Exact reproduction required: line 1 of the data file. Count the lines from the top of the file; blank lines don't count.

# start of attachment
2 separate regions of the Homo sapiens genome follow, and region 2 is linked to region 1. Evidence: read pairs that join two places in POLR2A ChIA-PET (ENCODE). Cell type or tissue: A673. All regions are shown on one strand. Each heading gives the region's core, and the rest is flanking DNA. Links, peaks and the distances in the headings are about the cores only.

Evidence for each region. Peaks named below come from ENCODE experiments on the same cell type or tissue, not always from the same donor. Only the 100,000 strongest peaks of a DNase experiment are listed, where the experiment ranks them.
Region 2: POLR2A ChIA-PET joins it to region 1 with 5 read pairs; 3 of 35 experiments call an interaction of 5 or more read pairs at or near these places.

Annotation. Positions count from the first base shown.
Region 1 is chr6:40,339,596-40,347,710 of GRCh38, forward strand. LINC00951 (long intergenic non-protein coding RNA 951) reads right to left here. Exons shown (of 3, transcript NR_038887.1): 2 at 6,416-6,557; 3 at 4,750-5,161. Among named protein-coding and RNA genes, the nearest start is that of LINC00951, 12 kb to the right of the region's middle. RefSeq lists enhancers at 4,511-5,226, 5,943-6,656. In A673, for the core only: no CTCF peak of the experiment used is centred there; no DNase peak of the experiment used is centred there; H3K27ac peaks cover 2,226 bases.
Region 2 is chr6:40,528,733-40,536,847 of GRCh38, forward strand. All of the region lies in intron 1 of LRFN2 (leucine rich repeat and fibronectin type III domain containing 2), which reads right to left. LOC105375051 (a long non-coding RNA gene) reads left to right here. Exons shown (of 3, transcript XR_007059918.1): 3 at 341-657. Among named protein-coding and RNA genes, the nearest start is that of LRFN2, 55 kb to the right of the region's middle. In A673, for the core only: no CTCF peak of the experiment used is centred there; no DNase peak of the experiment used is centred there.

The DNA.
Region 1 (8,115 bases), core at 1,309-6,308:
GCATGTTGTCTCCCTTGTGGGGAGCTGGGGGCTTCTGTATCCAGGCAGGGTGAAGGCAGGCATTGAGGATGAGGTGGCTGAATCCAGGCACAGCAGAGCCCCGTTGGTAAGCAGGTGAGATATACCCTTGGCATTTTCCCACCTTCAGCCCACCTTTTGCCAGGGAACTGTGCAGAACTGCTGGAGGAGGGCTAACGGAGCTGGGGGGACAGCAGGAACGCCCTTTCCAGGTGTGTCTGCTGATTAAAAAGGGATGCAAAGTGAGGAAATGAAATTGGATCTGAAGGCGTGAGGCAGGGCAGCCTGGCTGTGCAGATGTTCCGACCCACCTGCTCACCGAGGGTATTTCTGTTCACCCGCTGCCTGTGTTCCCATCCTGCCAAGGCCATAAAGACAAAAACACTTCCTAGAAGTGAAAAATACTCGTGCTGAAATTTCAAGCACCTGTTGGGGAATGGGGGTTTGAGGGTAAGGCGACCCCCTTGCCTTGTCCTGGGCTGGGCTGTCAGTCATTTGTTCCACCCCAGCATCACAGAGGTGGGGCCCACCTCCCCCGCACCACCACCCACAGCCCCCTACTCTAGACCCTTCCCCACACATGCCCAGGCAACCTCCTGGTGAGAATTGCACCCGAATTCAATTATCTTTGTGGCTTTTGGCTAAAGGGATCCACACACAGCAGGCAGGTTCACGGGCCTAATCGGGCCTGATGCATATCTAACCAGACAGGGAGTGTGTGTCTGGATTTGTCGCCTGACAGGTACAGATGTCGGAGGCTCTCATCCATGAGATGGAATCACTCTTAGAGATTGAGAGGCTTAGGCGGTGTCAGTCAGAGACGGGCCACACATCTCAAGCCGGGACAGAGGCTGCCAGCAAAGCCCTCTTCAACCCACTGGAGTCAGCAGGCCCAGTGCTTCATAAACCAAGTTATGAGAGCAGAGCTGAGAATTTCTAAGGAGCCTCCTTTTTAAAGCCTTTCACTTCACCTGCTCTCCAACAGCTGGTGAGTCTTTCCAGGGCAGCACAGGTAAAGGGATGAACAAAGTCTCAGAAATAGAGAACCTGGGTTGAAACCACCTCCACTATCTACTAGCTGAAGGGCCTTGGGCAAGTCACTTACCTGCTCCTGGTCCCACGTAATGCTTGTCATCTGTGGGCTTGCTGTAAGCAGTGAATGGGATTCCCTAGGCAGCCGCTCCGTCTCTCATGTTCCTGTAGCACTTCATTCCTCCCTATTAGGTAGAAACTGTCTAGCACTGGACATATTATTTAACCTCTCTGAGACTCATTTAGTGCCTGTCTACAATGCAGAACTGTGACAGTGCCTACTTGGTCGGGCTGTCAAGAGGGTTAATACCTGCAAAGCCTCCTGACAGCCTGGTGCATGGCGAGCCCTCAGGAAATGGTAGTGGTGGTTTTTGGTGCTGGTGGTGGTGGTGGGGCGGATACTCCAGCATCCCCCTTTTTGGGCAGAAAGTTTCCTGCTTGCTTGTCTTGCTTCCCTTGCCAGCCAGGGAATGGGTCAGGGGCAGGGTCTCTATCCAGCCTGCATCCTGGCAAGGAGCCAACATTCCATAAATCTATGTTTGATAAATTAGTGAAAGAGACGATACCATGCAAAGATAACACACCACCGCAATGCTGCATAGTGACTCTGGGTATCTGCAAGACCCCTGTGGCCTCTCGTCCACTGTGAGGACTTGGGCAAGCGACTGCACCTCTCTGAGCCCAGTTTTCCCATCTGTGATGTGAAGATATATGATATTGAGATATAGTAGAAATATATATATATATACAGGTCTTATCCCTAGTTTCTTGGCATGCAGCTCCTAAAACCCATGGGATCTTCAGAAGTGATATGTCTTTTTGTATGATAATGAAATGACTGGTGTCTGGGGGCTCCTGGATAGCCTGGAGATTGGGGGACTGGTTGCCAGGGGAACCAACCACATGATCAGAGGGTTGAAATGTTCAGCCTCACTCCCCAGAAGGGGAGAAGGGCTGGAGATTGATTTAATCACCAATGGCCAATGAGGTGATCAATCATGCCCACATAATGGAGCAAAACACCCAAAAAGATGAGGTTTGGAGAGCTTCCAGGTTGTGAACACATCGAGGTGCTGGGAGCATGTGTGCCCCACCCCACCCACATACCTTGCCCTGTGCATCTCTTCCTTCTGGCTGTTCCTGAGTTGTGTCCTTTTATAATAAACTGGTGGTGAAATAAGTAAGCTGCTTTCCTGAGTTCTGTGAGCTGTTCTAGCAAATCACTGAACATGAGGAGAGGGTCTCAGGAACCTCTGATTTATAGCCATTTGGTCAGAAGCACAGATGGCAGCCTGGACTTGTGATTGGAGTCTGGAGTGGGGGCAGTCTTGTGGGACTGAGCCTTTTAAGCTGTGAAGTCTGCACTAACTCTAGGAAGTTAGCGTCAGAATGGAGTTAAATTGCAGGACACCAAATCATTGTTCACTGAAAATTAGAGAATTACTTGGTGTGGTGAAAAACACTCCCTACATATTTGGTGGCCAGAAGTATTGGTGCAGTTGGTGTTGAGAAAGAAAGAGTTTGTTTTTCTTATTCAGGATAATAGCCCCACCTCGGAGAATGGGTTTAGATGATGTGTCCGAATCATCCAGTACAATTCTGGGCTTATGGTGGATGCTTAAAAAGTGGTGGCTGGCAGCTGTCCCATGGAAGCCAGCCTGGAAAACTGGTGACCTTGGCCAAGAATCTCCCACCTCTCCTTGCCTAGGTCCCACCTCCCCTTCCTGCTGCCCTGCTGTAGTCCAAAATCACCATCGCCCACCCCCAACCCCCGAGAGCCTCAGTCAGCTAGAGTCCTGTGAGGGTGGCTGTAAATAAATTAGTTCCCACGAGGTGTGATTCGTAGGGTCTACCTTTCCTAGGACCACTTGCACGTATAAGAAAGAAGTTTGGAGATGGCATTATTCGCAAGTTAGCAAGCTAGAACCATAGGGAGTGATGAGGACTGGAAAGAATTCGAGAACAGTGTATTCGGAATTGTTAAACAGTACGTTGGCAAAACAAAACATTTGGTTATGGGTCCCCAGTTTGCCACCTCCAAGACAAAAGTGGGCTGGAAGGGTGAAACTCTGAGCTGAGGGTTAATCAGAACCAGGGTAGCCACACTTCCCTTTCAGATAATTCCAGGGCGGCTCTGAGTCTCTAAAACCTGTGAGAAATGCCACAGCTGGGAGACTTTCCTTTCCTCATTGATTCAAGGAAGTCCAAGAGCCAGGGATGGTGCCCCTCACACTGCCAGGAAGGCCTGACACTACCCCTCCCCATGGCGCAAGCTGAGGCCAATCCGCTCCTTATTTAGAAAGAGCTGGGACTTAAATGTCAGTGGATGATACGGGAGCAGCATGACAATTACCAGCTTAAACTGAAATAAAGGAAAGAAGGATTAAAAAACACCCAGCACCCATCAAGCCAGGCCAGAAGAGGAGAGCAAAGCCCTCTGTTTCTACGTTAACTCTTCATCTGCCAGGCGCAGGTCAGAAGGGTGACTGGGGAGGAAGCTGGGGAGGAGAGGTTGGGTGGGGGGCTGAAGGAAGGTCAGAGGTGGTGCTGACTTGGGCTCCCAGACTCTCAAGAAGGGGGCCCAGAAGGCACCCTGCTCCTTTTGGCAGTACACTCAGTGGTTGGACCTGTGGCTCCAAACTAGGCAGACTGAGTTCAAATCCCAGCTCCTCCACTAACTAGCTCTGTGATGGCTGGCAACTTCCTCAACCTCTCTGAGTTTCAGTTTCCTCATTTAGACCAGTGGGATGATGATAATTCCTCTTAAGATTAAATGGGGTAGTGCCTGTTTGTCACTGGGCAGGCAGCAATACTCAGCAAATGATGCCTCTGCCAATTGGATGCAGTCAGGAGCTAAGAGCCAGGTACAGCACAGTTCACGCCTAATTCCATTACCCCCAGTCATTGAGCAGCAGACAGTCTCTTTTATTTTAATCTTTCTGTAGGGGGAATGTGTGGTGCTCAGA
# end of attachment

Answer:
2 separate regions of the Homo sapiens genome follow, and region 2 is linked to region 1. Evidence: read pairs that join two places in POLR2A ChIA-PET (ENCODE). Cell type or tissue: A673. All regions are shown on one strand. Each heading gives the region's core, and the rest is flanking DNA. Links, peaks and the distances in the headings are about the cores only.